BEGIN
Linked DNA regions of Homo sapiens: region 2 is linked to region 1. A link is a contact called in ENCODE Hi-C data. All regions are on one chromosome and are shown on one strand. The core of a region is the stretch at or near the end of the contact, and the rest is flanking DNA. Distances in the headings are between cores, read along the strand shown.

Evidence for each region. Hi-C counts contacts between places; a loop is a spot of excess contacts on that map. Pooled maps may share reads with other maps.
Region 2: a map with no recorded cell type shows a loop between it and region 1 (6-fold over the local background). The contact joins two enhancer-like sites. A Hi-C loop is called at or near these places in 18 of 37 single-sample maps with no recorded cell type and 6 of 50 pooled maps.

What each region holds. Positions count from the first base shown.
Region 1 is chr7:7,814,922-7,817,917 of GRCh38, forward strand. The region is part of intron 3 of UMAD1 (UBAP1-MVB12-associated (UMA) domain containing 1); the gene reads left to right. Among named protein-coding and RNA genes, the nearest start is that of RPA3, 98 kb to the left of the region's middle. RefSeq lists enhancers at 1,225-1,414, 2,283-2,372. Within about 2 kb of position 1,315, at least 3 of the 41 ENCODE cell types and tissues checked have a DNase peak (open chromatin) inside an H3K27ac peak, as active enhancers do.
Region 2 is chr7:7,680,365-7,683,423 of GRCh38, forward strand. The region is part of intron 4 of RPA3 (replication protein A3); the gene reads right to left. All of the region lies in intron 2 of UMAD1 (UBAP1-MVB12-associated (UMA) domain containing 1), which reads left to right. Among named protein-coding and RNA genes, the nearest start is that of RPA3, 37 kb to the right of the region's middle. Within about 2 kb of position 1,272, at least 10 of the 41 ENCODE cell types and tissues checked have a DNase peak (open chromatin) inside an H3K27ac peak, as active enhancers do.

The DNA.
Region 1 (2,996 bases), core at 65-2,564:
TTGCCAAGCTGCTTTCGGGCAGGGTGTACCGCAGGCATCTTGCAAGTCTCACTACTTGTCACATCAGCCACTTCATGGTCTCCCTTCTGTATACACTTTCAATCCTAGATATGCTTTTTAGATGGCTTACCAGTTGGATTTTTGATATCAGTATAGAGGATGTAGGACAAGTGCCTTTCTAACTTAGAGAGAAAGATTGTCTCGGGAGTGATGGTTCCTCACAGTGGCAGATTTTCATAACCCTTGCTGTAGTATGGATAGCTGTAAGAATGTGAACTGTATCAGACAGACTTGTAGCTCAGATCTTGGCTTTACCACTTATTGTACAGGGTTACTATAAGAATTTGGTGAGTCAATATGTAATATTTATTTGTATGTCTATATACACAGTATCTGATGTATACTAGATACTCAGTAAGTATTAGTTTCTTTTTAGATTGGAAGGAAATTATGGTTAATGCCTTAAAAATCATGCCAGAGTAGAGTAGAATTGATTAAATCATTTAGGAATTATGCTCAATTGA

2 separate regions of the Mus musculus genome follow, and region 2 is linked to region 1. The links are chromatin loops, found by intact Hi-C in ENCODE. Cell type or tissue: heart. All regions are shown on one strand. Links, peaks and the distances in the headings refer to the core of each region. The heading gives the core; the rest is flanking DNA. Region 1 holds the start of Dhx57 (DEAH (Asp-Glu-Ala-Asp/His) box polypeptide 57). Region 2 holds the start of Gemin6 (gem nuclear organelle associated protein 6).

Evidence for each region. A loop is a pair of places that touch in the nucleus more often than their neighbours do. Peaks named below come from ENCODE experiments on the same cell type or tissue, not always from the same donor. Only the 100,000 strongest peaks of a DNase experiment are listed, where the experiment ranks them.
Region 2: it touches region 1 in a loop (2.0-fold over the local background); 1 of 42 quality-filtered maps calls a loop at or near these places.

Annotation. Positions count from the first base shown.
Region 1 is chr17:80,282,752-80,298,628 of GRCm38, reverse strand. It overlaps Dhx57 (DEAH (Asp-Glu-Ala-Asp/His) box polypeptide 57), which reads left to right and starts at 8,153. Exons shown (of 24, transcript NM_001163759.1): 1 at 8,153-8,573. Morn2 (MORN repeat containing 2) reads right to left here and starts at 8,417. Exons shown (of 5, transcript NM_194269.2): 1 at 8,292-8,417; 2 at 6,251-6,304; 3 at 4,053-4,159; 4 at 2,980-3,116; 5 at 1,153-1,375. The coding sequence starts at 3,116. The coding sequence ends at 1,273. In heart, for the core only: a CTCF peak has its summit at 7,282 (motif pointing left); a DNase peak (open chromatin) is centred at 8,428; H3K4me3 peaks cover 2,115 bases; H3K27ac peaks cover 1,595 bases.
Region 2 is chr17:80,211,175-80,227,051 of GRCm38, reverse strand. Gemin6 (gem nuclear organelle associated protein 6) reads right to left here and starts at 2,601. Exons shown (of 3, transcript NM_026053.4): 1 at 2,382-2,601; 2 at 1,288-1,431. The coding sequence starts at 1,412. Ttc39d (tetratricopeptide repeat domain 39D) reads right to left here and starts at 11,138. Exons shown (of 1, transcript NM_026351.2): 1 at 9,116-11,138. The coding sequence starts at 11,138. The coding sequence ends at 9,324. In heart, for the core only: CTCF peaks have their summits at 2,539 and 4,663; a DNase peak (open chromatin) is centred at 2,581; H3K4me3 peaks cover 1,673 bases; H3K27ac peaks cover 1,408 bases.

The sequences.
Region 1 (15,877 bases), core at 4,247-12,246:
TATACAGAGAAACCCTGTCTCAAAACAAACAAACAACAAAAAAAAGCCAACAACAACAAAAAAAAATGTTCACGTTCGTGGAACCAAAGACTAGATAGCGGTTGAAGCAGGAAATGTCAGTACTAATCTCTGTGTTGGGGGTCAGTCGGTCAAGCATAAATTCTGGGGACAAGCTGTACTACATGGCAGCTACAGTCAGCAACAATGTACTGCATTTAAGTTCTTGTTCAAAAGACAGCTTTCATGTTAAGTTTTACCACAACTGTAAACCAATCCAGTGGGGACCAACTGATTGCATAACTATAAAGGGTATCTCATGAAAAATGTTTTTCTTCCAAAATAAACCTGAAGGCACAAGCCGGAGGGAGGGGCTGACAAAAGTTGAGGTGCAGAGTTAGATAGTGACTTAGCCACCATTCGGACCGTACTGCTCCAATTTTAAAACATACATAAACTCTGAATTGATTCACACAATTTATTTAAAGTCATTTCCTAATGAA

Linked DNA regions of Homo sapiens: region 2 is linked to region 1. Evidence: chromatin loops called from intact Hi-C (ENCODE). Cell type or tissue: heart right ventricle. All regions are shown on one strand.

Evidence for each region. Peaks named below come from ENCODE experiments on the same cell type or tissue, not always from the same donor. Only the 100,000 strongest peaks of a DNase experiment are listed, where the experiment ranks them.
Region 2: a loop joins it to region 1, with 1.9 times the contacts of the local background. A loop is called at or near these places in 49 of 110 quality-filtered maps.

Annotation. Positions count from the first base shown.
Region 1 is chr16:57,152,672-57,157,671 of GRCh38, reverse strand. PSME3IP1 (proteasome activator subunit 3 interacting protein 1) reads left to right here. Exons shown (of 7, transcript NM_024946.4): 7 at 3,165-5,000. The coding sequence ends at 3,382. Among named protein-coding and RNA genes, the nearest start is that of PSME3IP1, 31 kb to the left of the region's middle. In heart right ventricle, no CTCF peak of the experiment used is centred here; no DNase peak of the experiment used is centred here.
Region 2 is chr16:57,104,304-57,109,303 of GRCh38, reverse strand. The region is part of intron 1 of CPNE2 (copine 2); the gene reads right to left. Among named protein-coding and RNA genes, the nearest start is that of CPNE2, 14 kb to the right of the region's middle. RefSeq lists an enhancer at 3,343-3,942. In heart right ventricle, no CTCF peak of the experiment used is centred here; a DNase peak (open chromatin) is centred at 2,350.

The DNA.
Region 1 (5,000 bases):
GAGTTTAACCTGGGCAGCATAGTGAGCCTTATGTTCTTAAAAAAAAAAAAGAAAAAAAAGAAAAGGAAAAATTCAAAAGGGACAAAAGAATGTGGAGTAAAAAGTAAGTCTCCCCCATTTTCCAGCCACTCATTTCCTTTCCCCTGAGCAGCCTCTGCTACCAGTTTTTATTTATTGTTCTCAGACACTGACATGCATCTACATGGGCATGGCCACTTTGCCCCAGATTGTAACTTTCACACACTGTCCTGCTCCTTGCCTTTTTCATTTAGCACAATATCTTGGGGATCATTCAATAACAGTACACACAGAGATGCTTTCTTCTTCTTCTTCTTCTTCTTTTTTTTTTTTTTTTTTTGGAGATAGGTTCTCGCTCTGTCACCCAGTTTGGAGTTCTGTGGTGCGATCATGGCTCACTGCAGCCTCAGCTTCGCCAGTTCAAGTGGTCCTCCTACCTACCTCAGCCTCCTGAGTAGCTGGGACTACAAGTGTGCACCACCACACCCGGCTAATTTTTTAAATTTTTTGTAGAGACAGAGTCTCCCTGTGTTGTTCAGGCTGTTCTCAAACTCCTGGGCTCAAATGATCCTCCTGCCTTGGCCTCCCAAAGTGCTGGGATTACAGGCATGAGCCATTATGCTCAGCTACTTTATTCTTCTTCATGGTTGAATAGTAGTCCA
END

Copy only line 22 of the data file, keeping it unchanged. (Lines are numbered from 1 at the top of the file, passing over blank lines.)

Annotation. Positions count from the first base shown.